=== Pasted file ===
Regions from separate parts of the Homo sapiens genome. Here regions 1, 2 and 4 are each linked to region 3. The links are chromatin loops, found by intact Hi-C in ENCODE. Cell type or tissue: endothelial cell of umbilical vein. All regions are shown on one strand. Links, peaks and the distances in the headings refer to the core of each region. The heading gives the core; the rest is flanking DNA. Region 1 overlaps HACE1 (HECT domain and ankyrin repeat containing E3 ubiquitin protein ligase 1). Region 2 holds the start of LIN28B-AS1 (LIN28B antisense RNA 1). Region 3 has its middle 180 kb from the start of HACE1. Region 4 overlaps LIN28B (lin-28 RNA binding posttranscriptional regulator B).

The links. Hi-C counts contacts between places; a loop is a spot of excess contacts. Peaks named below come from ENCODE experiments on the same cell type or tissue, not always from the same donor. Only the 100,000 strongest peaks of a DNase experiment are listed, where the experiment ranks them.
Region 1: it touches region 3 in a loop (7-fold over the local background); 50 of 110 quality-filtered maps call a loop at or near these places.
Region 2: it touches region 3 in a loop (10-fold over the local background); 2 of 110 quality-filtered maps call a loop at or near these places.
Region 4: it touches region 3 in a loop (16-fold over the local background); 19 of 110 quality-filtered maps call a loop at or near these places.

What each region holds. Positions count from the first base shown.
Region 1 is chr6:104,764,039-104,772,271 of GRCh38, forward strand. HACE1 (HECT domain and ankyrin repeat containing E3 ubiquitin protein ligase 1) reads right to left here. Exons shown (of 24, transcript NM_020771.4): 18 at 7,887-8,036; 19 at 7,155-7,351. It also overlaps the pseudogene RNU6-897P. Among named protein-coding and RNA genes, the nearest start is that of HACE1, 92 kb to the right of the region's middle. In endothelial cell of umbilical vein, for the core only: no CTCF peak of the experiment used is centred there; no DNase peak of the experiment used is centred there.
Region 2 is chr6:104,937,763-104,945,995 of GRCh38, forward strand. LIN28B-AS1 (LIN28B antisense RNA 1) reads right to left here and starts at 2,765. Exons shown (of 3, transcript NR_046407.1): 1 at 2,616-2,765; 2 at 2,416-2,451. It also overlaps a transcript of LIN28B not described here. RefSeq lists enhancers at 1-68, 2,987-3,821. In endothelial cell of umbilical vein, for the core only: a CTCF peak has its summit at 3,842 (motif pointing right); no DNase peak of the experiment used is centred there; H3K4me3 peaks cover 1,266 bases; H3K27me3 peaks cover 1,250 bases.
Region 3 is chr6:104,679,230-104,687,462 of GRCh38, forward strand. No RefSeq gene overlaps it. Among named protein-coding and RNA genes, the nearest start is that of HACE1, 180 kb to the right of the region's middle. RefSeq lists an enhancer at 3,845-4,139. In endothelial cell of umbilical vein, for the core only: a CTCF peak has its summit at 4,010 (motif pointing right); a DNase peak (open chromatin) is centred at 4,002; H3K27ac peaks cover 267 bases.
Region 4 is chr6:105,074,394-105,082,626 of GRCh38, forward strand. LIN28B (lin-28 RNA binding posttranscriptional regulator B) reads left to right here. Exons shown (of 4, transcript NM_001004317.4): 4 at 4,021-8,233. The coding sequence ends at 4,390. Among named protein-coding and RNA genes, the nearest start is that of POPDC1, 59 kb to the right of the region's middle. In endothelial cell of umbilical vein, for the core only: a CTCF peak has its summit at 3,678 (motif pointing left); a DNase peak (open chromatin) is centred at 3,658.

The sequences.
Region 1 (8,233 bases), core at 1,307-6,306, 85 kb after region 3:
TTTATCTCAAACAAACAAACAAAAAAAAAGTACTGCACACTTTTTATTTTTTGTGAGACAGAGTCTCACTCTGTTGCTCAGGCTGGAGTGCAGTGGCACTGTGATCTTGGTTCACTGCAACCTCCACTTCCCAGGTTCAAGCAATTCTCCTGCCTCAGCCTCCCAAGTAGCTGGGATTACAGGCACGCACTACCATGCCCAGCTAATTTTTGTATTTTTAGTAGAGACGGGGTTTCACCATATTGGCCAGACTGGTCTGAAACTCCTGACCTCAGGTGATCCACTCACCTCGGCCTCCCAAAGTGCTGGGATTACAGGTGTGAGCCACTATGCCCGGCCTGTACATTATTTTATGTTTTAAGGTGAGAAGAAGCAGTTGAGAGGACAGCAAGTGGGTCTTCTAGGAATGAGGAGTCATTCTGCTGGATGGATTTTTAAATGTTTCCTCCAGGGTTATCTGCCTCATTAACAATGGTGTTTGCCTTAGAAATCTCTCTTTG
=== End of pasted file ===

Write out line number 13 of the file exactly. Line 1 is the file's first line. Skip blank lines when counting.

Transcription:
TTTATCTCAAACAAACAAACAAAAAAAAAGTACTGCACACTTTTTATTTTTTGTGAGACAGAGTCTCACTCTGTTGCTCAGGCTGGAGTGCAGTGGCACTGTGATCTTGGTTCACTGCAACCTCCACTTCCCAGGTTCAAGCAATTCTCCTGCCTCAGCCTCCCAAGTAGCTGGGATTACAGGCACGCACTACCATGCCCAGCTAATTTTTGTATTTTTAGTAGAGACGGGGTTTCACCATATTGGCCAGACTGGTCTGAAACTCCTGACCTCAGGTGATCCACTCACCTCGGCCTCCCAAAGTGCTGGGATTACAGGTGTGAGCCACTATGCCCGGCCTGTACATTATTTTATGTTTTAAGGTGAGAAGAAGCAGTTGAGAGGACAGCAAGTGGGTCTTCTAGGAATGAGGAGTCATTCTGCTGGATGGATTTTTAAATGTTTCCTCCAGGGTTATCTGCCTCATTAACAATGGTGTTTGCCTTAGAAATCTCTCTTTG